So another privately owned household name went down under the burden of debt. According to Bloomberg, famed guitar maker Gibson filed for bankruptcy:
With people's memory about the PE-backed Toys R' Us going bankrupt still fresh, I could already imagine the outcry from some enthusiastic news readers or college finance professors who have never worked in the market before, drawing comparison with Tesla Motors, which has been under a lot of negative press regarding its cash burn and debt ratio.
One thing to keep in mind is that "market sentiment" is more important than "financial theories", at least in the short term. The fact that Tesla's market cap (the total value of its equity) did not go to zero upon the tons of negative coverages yelling that it's going down, it signals that the market believes that Tesla is going to get refinanced for those due debts and its stocks are still worth something. In fact, as of today Tesla's stocks are still worth some $50B:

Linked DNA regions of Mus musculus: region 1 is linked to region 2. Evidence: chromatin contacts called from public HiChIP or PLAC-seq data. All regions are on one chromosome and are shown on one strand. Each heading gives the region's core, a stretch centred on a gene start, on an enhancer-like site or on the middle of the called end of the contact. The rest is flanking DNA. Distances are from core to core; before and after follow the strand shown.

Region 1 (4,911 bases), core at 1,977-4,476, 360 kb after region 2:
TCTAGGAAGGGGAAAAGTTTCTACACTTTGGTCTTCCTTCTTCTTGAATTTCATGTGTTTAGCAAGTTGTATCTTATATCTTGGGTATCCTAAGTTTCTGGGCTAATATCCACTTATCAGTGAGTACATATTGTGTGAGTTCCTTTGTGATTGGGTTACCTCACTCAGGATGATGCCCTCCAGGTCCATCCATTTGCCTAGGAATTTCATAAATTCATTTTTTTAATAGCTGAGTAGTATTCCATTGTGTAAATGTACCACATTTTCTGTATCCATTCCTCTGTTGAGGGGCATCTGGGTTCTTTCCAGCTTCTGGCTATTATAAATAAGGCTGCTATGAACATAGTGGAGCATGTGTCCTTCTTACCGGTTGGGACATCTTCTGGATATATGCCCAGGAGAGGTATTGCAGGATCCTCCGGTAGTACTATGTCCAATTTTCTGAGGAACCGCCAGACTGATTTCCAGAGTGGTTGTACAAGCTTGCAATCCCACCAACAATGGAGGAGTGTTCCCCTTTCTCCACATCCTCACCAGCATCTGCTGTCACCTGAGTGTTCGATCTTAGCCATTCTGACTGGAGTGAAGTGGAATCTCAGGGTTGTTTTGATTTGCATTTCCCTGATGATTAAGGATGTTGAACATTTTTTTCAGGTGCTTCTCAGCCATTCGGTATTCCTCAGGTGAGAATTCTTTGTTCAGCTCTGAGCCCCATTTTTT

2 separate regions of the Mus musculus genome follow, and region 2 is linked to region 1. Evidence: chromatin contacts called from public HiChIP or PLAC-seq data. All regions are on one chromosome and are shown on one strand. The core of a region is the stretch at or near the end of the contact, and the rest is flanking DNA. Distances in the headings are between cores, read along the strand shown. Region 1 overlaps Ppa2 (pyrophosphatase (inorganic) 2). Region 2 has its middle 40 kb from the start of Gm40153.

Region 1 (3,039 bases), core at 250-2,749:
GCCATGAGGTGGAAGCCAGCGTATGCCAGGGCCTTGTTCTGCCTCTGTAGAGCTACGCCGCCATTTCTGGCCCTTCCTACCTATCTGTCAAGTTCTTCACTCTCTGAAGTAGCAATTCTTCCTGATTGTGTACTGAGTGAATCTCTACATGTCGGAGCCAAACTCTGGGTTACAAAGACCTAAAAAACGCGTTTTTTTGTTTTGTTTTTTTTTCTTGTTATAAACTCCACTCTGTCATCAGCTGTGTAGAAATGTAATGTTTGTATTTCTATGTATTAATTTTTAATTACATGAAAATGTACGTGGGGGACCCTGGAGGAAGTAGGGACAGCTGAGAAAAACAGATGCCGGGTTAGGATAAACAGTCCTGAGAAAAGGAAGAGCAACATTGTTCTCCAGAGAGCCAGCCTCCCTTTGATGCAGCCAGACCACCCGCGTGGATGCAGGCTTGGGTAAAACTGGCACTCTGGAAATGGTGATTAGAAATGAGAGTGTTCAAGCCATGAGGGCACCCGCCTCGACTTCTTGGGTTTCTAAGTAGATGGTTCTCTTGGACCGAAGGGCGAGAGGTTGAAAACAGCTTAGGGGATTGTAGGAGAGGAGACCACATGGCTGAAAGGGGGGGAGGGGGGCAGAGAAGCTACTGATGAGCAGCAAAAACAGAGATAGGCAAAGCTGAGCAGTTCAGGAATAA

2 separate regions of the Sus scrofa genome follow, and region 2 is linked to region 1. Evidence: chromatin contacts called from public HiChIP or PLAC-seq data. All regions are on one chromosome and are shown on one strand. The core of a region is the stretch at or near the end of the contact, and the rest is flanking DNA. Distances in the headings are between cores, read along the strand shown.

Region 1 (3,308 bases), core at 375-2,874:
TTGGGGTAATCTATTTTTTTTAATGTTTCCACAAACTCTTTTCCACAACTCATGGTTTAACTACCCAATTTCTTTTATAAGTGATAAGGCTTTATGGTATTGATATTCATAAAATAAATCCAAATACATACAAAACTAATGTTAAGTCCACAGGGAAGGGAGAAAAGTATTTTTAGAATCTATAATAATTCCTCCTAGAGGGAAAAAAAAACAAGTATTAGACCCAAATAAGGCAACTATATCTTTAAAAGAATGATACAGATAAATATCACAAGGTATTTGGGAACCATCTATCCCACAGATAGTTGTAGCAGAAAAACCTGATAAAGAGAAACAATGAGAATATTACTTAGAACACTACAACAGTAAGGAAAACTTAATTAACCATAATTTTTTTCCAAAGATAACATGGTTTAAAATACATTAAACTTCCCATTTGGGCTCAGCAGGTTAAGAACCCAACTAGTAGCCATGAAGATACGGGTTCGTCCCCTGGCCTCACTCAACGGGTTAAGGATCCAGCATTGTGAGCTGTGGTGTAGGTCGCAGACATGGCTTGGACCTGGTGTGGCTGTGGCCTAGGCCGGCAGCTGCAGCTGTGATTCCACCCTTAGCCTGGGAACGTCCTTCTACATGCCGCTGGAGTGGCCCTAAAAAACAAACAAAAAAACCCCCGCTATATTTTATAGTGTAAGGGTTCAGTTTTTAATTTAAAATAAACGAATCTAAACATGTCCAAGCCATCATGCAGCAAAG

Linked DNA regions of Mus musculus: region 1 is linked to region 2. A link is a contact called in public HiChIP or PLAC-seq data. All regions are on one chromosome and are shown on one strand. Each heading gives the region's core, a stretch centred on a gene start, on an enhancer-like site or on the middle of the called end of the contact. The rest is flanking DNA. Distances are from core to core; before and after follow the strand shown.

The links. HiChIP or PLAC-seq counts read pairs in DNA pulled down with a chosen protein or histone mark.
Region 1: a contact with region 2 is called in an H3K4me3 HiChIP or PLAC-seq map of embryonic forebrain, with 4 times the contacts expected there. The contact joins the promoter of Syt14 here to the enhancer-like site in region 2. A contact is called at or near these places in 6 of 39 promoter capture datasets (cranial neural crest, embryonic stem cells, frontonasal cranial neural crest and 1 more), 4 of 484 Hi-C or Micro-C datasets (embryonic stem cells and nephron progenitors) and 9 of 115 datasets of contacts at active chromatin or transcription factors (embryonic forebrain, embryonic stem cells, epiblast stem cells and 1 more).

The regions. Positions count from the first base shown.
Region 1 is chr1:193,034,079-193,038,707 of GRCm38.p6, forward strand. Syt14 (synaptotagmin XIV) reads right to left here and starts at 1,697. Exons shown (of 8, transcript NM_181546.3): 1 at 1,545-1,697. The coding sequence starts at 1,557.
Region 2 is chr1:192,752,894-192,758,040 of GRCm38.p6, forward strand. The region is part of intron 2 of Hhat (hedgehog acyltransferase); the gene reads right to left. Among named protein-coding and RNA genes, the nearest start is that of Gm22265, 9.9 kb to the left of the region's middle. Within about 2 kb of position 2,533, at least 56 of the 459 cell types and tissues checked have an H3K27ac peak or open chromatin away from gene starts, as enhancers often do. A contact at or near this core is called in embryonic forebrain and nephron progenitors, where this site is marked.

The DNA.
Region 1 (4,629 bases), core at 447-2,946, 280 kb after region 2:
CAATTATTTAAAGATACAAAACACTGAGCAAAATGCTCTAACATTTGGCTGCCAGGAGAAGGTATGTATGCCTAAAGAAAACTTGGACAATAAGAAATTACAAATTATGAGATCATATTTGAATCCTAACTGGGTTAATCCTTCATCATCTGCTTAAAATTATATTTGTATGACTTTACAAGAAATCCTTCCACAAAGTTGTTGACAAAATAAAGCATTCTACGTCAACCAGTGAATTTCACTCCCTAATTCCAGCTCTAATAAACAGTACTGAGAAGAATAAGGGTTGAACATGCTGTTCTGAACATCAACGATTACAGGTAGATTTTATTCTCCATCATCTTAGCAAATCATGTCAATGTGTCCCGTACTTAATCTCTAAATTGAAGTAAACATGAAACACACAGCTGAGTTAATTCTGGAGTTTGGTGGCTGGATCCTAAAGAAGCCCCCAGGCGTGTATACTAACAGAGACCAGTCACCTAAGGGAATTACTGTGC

This means that Tesla could still issue more shares or more bonds to roll over the bonds that are due soon. The market will ask for a discount but that'd be it.
This is totally different from privately-owned corporates, whether by PE firms (Toys R' Us) or by individuals (Gibson), which have not had its stocks transacted by large volumes for quite a while therefore do not have any sort of signals for the worth of their stocks. This makes financing options purely based on company's financial health, specifically near-to-mid term free cash flow levels.
While everybody knows that the businesses of Tesla and Gibson are very different, it's also important to recognize that the market perceptions are also very different. While Toys R' Us and Gibson are in clear trouble and might just disappear de facto, I would bet that Tesla will get refinancing easily and carry on its (high-growth) life as usual.